And at this point I gotta call bullshit. You didn't say "most important technological problem", you said "most important problem technologists should tackle." Social and political problems have technical aspects, and vice versa. The impact of a technological development is judged by its effect on society. This is the basis of the science fiction genre! You could replace every vague Analog story blurb with "Social and political problems tend to have technical aspects, and vice versa...", and it would always fit the story!

Half of Analog's readership can follow directions but their opinions are wrong. Let's take a look at the top five disqualified "problems" (all direct quotes, scare quotes in original):

  1. Control of nuclear weapons
  2. the "population explosion"
  3. the "energy shortage"
  4. the "raw materials shortage"
  5. "pollution" in various and sundry forms

I sure am glad technologists didn't waste any more time on these non-problems after 1985! According to Stine, America's ballistic missile defense system is well on its way to solving #1 (if the nations of the world want peace, of course). #2 isn't a problem anymore because the rate of population growth has slowed. #3 and #4 were never real problems. ("The only reason we had an 'energy shortage' was to provide an excuse for politicians and bureaucrats to gain control of natural resources, and thereby gain control over people.") As for #5, who's to say what counts as "pollution"? Like most words, it's a "semantically-loaded term". "Pollution in its many forms may be a localized problem in some areas, but it is not a worldwide problem."

So what are the seven entries that made the cut? I'm glad you asked, previous sentence:

  1. "Making products maintenance-free, i.e. designed for a 100-year life with a 0.0001 probability of maintenance." DISQUALIFIED. Maybe the move from 75 years to 100 would be a technical improvement, but the problem as it exists today is a problem with the way products are sold, and technical improvements won't change that.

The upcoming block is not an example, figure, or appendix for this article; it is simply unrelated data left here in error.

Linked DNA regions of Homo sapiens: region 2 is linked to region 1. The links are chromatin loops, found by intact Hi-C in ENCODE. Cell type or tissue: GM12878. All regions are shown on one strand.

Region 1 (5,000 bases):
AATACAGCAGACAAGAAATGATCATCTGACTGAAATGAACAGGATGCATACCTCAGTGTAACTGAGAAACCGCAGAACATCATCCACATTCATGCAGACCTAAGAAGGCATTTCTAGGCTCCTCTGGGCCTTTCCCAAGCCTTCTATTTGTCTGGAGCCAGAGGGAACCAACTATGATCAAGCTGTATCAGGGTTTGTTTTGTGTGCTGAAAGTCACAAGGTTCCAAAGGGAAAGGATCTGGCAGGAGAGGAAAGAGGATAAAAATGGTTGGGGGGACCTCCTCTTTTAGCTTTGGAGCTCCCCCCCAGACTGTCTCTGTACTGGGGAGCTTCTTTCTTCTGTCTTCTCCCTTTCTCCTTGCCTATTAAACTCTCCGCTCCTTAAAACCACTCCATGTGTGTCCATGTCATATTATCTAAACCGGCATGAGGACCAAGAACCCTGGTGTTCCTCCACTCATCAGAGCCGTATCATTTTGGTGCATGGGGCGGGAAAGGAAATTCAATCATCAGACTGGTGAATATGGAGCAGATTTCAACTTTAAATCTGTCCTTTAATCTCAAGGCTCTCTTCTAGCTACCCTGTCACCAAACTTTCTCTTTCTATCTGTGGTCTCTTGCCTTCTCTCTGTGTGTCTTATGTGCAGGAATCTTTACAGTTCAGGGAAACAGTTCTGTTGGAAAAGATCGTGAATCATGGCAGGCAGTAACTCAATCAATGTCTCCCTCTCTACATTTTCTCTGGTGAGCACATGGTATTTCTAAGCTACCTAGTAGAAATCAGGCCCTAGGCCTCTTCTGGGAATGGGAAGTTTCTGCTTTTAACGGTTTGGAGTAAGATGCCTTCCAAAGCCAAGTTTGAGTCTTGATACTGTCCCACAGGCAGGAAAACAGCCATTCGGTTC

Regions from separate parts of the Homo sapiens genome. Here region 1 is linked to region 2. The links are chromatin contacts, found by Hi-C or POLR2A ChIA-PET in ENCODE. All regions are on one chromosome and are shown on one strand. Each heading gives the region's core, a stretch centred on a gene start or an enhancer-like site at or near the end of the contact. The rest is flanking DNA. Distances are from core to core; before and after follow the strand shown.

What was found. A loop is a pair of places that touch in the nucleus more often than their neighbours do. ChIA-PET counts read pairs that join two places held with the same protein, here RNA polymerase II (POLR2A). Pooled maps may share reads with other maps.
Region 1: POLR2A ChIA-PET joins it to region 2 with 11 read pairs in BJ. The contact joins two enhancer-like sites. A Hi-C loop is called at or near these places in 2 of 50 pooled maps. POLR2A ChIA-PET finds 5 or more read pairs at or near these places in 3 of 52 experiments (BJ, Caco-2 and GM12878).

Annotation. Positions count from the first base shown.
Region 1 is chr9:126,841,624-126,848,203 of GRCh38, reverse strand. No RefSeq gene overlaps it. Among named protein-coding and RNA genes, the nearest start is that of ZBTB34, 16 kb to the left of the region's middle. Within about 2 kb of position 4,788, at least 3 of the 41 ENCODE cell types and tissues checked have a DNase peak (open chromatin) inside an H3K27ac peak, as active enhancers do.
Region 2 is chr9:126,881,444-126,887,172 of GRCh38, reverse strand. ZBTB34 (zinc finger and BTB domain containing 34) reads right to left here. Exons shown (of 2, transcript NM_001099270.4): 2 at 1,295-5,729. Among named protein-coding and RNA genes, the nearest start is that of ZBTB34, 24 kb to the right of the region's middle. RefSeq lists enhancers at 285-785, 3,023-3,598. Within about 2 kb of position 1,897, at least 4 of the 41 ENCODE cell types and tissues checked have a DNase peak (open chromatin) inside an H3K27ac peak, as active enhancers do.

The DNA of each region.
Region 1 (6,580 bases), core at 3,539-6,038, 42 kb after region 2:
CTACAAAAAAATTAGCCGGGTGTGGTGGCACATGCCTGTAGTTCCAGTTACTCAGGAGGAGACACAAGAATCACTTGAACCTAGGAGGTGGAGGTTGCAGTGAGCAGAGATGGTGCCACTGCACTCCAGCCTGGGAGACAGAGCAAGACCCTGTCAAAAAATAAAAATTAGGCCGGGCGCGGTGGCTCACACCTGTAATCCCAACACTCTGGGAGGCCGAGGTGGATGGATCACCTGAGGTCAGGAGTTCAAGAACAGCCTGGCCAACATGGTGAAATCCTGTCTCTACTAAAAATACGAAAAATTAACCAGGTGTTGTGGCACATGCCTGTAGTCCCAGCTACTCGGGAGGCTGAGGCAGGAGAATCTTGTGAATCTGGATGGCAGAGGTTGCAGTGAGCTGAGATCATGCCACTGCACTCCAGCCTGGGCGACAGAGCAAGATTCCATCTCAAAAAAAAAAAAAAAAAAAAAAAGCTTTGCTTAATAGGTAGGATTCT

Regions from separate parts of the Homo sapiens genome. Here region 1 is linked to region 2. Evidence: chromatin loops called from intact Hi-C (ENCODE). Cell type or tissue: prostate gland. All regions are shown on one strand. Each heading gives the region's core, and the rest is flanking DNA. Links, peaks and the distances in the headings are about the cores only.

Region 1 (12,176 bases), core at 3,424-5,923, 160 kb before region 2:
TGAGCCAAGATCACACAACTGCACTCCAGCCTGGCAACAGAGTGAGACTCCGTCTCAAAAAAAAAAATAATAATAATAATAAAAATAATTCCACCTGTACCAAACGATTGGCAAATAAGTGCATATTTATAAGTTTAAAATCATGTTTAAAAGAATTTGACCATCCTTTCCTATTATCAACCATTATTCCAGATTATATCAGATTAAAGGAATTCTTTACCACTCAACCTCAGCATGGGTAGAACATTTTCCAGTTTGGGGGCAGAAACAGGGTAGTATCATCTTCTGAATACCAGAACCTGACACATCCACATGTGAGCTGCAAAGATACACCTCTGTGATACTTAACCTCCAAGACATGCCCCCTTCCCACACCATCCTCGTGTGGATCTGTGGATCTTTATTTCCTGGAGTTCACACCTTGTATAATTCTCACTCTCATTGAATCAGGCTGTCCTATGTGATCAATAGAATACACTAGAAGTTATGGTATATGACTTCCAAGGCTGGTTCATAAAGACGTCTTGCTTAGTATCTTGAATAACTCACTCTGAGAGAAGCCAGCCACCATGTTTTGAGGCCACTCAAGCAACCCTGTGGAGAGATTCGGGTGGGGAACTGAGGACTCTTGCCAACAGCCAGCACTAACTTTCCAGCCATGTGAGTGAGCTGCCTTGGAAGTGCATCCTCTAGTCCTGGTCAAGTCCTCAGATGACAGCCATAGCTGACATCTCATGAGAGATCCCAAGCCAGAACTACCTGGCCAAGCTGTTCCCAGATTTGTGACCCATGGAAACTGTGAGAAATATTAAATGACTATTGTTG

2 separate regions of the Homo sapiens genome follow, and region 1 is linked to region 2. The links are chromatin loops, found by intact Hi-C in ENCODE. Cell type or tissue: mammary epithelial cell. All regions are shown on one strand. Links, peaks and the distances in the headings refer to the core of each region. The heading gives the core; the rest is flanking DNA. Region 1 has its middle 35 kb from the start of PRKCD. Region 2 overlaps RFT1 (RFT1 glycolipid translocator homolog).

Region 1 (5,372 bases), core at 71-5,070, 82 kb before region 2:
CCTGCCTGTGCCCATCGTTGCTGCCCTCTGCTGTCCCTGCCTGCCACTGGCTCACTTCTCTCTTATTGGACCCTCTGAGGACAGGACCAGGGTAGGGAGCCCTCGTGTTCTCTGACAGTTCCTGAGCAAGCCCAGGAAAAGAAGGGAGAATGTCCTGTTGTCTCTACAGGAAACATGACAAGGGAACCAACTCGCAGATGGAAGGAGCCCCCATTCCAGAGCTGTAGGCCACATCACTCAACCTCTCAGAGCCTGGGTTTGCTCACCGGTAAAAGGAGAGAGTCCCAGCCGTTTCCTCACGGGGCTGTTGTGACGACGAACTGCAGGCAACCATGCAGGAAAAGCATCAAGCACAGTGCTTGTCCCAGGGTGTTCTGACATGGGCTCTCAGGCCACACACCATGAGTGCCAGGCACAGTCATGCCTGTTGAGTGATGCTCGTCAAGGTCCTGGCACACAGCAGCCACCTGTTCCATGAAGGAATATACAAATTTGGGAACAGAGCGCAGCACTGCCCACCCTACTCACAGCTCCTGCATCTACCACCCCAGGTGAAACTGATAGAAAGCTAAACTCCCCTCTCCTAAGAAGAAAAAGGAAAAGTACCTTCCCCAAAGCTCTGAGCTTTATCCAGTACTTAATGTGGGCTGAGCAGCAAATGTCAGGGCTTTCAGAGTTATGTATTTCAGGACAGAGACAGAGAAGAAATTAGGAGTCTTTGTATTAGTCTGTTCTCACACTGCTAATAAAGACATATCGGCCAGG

2. "[C]ontrol of the weather" to boost crop yields and prevent famine. SEMI-DISQUALIFIED. Modern famines are political problems, not technical problems. Control of the weather would indeed be great, not for this reason, but because it would let us mitigate the damage caused by our worldwide pollution problem.
  3. "The construction and maintenance of closed ecological systems". Sure, OK.
  4. Here's the shortest quote I could get that explains this one:
    Education depends on communication. John points out that communication involves moving information from place to place... which really isn't much of a problem, but... managing the information is. It's possible to download lots of information into a student's mind. But if the student doesn't know how to determine what information is meaningful and relevant... everything stored in the student's memory is useless.

    Now that's more like it! Not only is this a real problem, it's one that we made significant progress on between 1985 and 2005!

  5. "The development of the direct link between the human mind and the computer to produce a true intelligence amplifier." Another good one. We got both parts of this (mind-computer link and intelligence amplifier), but in practice they don't have anything to do with each other.
  6. "[T]he construction by machines of very small machines." This also happened but proved not to be a huge deal, and even Stine is kinda skeptical ("he doesn't specify exactly what technological problems can be solved by developing sub-microscopic technology"). I'm gonna go out on a limb and say the real problem is the reader doesn't specify exactly what social or political problems can be solved with this technology.
  7. And finally,
    Del Cain of Augusta, ME presented a technological problem that is as much philosophical as technological... He wants technologists to develop structures and artifacts that tend to support healthy behavior in human beings—i.e. to help people live and rear children so they can develop to their full potential without trauma but not without struggle, difficulty, or drama. To do this, he believes that we should solve the technological problem of determining what are the optimum sizes and structures of healthy communities. In short, he feels that the big problem is developing technology with a life-affirming philosophy behind it.

    I don't understand how Del Cain managed to smuggle the concept of Scandanavian social democracy past G. Harry Stine, but good job. No, wait, I figured it out: I'm projecting, and so was he.

Well, there we go, that's our look at old SF magazines of the 80s. To commemorate the end of the series, I've scanned all the old ads in this magazine, not just the ones I thought were interesting or funny. But here are the ones I thought were interesting or funny:

I'll leave you with this question: what, in your opinion, is the most important problem that technologists should have tackled from 1985 to 2005, and why do you believe this?

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Comments:

Posted by Brendan at Sun Jun 21 2015 18:04

The most important problem was clearly the quality of nerd games and their promotional materials, which technologists seem to have tackled the shit out of. Speaking of which, I'm pretty sure I've got an inherity copy of Lords of Creation in my mom's basement if you want to try it sometime. (I recall that it seemed terrible.)